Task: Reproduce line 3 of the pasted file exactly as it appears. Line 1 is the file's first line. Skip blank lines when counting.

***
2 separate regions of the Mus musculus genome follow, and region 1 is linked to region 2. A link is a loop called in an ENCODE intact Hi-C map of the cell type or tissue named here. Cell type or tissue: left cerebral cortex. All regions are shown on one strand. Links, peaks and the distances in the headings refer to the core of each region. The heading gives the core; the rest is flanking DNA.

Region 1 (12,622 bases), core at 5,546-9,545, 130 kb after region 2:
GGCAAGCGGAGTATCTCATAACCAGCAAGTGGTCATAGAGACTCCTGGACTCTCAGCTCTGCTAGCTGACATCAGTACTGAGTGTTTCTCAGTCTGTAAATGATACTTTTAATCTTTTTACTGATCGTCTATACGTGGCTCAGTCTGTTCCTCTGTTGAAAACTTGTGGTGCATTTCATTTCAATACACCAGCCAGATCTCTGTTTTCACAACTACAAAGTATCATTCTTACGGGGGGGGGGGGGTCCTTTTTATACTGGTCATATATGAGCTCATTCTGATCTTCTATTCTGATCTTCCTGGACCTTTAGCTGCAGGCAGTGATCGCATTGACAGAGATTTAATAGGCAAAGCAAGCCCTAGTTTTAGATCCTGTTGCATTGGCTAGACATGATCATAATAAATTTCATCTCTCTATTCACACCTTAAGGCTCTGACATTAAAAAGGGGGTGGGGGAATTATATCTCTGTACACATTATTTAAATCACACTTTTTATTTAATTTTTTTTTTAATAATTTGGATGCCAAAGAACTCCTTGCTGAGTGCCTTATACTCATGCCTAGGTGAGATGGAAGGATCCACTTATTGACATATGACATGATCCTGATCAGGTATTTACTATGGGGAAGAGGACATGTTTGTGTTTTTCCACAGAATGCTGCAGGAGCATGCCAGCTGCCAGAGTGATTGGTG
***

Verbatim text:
GGCAAGCGGAGTATCTCATAACCAGCAAGTGGTCATAGAGACTCCTGGACTCTCAGCTCTGCTAGCTGACATCAGTACTGAGTGTTTCTCAGTCTGTAAATGATACTTTTAATCTTTTTACTGATCGTCTATACGTGGCTCAGTCTGTTCCTCTGTTGAAAACTTGTGGTGCATTTCATTTCAATACACCAGCCAGATCTCTGTTTTCACAACTACAAAGTATCATTCTTACGGGGGGGGGGGGGTCCTTTTTATACTGGTCATATATGAGCTCATTCTGATCTTCTATTCTGATCTTCCTGGACCTTTAGCTGCAGGCAGTGATCGCATTGACAGAGATTTAATAGGCAAAGCAAGCCCTAGTTTTAGATCCTGTTGCATTGGCTAGACATGATCATAATAAATTTCATCTCTCTATTCACACCTTAAGGCTCTGACATTAAAAAGGGGGTGGGGGAATTATATCTCTGTACACATTATTTAAATCACACTTTTTATTTAATTTTTTTTTTAATAATTTGGATGCCAAAGAACTCCTTGCTGAGTGCCTTATACTCATGCCTAGGTGAGATGGAAGGATCCACTTATTGACATATGACATGATCCTGATCAGGTATTTACTATGGGGAAGAGGACATGTTTGTGTTTTTCCACAGAATGCTGCAGGAGCATGCCAGCTGCCAGAGTGATTGGTG